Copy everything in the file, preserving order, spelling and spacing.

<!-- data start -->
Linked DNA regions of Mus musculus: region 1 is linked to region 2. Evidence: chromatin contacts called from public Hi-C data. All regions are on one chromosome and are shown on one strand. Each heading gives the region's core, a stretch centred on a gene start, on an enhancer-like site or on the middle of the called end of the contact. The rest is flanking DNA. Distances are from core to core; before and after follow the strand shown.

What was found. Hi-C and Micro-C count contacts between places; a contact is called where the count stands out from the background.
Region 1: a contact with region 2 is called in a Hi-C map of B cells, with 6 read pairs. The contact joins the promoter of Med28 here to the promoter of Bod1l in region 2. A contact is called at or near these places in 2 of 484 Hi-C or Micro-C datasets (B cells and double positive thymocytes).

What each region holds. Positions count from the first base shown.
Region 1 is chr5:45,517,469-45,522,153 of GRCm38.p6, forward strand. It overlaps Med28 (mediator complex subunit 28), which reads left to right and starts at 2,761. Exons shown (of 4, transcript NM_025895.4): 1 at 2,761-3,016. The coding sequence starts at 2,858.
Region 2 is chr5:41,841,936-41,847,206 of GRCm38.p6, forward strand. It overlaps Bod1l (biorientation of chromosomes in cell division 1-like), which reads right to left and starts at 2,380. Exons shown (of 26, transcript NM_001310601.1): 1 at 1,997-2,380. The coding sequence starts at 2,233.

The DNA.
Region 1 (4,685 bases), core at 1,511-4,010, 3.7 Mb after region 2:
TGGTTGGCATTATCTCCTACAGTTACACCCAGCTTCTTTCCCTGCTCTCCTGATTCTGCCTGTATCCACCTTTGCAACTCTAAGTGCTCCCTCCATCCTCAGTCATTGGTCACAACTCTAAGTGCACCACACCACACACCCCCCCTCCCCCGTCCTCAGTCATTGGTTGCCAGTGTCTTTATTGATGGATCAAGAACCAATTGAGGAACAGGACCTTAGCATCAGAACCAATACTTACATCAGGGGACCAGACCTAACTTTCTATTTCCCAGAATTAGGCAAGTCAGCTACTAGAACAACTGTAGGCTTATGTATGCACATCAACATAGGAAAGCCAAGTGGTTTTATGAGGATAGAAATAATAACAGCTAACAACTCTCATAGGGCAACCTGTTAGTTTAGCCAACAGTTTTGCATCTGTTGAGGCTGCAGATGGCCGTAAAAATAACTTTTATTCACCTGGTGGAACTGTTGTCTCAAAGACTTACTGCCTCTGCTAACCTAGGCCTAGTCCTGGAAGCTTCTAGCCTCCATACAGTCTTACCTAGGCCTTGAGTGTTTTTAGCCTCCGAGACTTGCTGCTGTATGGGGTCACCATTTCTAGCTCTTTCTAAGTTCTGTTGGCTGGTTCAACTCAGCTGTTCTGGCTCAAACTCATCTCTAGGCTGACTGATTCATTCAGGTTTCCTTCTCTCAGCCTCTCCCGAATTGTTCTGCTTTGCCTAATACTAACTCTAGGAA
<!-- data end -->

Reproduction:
Linked DNA regions of Mus musculus: region 1 is linked to region 2. Evidence: chromatin contacts called from public Hi-C data. All regions are on one chromosome and are shown on one strand. Each heading gives the region's core, a stretch centred on a gene start, on an enhancer-like site or on the middle of the called end of the contact. The rest is flanking DNA. Distances are from core to core; before and after follow the strand shown.

What was found. Hi-C and Micro-C count contacts between places; a contact is called where the count stands out from the background.
Region 1: a contact with region 2 is called in a Hi-C map of B cells, with 6 read pairs. The contact joins the promoter of Med28 here to the promoter of Bod1l in region 2. A contact is called at or near these places in 2 of 484 Hi-C or Micro-C datasets (B cells and double positive thymocytes).

What each region holds. Positions count from the first base shown.
Region 1 is chr5:45,517,469-45,522,153 of GRCm38.p6, forward strand. It overlaps Med28 (mediator complex subunit 28), which reads left to right and starts at 2,761. Exons shown (of 4, transcript NM_025895.4): 1 at 2,761-3,016. The coding sequence starts at 2,858.
Region 2 is chr5:41,841,936-41,847,206 of GRCm38.p6, forward strand. It overlaps Bod1l (biorientation of chromosomes in cell division 1-like), which reads right to left and starts at 2,380. Exons shown (of 26, transcript NM_001310601.1): 1 at 1,997-2,380. The coding sequence starts at 2,233.

The DNA.
Region 1 (4,685 bases), core at 1,511-4,010, 3.7 Mb after region 2:
TGGTTGGCATTATCTCCTACAGTTACACCCAGCTTCTTTCCCTGCTCTCCTGATTCTGCCTGTATCCACCTTTGCAACTCTAAGTGCTCCCTCCATCCTCAGTCATTGGTCACAACTCTAAGTGCACCACACCACACACCCCCCCTCCCCCGTCCTCAGTCATTGGTTGCCAGTGTCTTTATTGATGGATCAAGAACCAATTGAGGAACAGGACCTTAGCATCAGAACCAATACTTACATCAGGGGACCAGACCTAACTTTCTATTTCCCAGAATTAGGCAAGTCAGCTACTAGAACAACTGTAGGCTTATGTATGCACATCAACATAGGAAAGCCAAGTGGTTTTATGAGGATAGAAATAATAACAGCTAACAACTCTCATAGGGCAACCTGTTAGTTTAGCCAACAGTTTTGCATCTGTTGAGGCTGCAGATGGCCGTAAAAATAACTTTTATTCACCTGGTGGAACTGTTGTCTCAAAGACTTACTGCCTCTGCTAACCTAGGCCTAGTCCTGGAAGCTTCTAGCCTCCATACAGTCTTACCTAGGCCTTGAGTGTTTTTAGCCTCCGAGACTTGCTGCTGTATGGGGTCACCATTTCTAGCTCTTTCTAAGTTCTGTTGGCTGGTTCAACTCAGCTGTTCTGGCTCAAACTCATCTCTAGGCTGACTGATTCATTCAGGTTTCCTTCTCTCAGCCTCTCCCGAATTGTTCTGCTTTGCCTAATACTAACTCTAGGAA